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June 25, 2022

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Clark County History: Prohibition

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During Washington’s dry years (1914-1920), saloons turned into soda bars and liquor production retreated into Clark County’s woodlands. Vancouver’s former bars sold soft drinks or “cider,” code for illegal alcohol. Many continued drinking, distilling or selling liquor and didn’t accept the state’s mandate.

By 1920, when the nation went dry, Washington outlaws had played the Prohibition game for years. No Clark County lawmen lost their lives until the Constitution’s 18th Amendment burdened them with enforcing an unenforceable law that turned the game deadly.

Between 1922 and 1932, county moonshiners killed four Southwest Washington law officers and wounded a fifth. The first was Clark County Deputy Sheriff Wilfred Rorison. He and James Morgan, a special agent from Seattle, set out to arrest Paul Hickey, who had failed to pay a $75 fine for moonshining.

Rorison heard rumors Hickey was distilling liquor 2 miles outside of Stevenson. He arrived at Hickey’s place midafternoon with the special agent on June 18, 1922, and caught Hickey working his still. Rorison ordered Hickey to surrender. Hickey retorted and fired his .30-30 rifle rapidly. One bullet hit Morgan’s hand; another nicked his scalp. Rorison gasped, falling when the bullet struck his heart, but he managed to fire one shot that mortally wounded Hickey.

After deputies captured a carload of liquor headed for Vancouver, the driver ratted out his source, the Baker brothers, and gave up their location. The Baker moonshine operation was believed the largest in Clark County.

The following day, May 22, 1927, Sheriff Lester Wood sent two deputies to raid the brothers’ distillery in Dole Valley. At about 10 a.m., the deputies arrived at a deserted logging camp in the valley and began searching. Soon under fire, they skedaddled to call for backup.

When Wood and more deputies arrived, they trekked uphill toward the still. Luther Baker threatened them with a rifle. Wood shouldered his double-barreled shotgun, declaring, “Put up your hands. I’m the sheriff.”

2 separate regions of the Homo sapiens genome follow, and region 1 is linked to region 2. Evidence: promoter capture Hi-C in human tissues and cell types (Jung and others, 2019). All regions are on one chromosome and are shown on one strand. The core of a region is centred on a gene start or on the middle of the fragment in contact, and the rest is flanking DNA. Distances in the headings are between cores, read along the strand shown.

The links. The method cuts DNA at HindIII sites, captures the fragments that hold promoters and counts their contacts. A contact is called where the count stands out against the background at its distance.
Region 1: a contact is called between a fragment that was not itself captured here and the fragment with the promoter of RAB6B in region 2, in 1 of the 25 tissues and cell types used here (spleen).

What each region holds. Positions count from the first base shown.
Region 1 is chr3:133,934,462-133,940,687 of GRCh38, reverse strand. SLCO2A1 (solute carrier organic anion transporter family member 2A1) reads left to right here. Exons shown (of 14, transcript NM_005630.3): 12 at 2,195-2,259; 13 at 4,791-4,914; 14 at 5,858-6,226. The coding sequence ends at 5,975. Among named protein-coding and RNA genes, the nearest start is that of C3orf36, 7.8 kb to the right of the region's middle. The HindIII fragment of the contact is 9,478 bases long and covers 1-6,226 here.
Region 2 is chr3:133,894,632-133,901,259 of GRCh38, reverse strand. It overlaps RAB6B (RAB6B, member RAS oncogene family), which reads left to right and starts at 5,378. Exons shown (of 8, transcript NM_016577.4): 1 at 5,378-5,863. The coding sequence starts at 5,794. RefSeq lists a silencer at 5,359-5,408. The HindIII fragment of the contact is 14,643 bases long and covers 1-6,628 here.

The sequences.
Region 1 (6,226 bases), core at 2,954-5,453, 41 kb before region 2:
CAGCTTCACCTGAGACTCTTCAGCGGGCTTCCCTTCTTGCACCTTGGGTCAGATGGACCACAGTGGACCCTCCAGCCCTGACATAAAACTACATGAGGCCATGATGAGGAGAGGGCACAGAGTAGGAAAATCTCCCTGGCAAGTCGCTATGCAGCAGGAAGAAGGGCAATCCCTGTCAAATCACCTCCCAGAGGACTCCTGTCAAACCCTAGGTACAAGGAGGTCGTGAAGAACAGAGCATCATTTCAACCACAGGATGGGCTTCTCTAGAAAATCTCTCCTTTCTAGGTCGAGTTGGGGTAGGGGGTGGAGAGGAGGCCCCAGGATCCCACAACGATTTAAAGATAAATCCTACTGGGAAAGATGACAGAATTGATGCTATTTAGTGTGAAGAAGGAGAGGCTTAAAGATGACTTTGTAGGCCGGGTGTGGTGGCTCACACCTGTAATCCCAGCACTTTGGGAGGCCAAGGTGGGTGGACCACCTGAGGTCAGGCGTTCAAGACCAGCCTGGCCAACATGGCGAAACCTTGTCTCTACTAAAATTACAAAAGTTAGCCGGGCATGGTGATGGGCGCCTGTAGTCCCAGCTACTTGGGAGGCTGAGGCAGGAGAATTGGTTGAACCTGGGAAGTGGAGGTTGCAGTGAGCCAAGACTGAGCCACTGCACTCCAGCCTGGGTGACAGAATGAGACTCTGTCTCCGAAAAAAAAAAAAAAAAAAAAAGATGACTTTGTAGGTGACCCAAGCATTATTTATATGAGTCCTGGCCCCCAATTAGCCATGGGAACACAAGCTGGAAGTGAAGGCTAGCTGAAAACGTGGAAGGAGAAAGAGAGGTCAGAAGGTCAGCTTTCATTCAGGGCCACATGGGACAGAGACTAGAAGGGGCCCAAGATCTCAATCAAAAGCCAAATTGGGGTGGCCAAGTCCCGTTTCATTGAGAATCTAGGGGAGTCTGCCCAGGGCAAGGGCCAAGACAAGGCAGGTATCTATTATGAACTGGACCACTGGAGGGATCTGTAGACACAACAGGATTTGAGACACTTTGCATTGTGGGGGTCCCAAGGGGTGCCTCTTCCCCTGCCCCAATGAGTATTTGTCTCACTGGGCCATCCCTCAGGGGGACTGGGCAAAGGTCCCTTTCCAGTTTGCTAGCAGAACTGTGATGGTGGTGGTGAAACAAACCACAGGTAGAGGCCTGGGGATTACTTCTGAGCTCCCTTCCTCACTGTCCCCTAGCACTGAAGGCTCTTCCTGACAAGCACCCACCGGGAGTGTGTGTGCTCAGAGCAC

Luther fired. Wood yelped, “I’m shot.” As his deputies fired back, Wood bled out where he lay. He was the first elected Clark County lawman killed while in office.

On Sept. 19, 1932, in a Bureau of Prohibition sting, officers bought whiskey from Jesse Cousins, who owned 30 acres near Bonneville. While two agents ran backup, Ballard W. Turner and Ernest B. Vlasich purchased 2 gallons of booze from Cousins. When they said he was under arrest, Cousins blasted away. Three bullets snuffed out Turner. Vlasich, injured, crawled under a car and partly hid. Cousins beat it into the woods, hiding out there for two months. The uninjured agents rushed their bleeding comrades to St. Joseph’s Hospital. A bullet lodged in Vlasich’s liver killed him.

The killings led to funerals, a lawsuit, jail time and a hanging. Hundreds turned out for Sheriff Woods’ funeral. Twenty-six Ku Klux Klan members brought a colossal flower display to Deputy Rorison’s memorial, which cast a dark shadow over his service. Agent Turner’s widow filed a historic $50,000 damage lawsuit against Cousins for income she’d lost by her husband’s premature death. One moonshiner died, and others received life sentences. The state hung Luther Baker, who was convicted of killing Sheriff Wood.


Martin Middlewood is editor of the Clark County Historical Society Annual. Reach him at ClarkCoHist@gmail.com.

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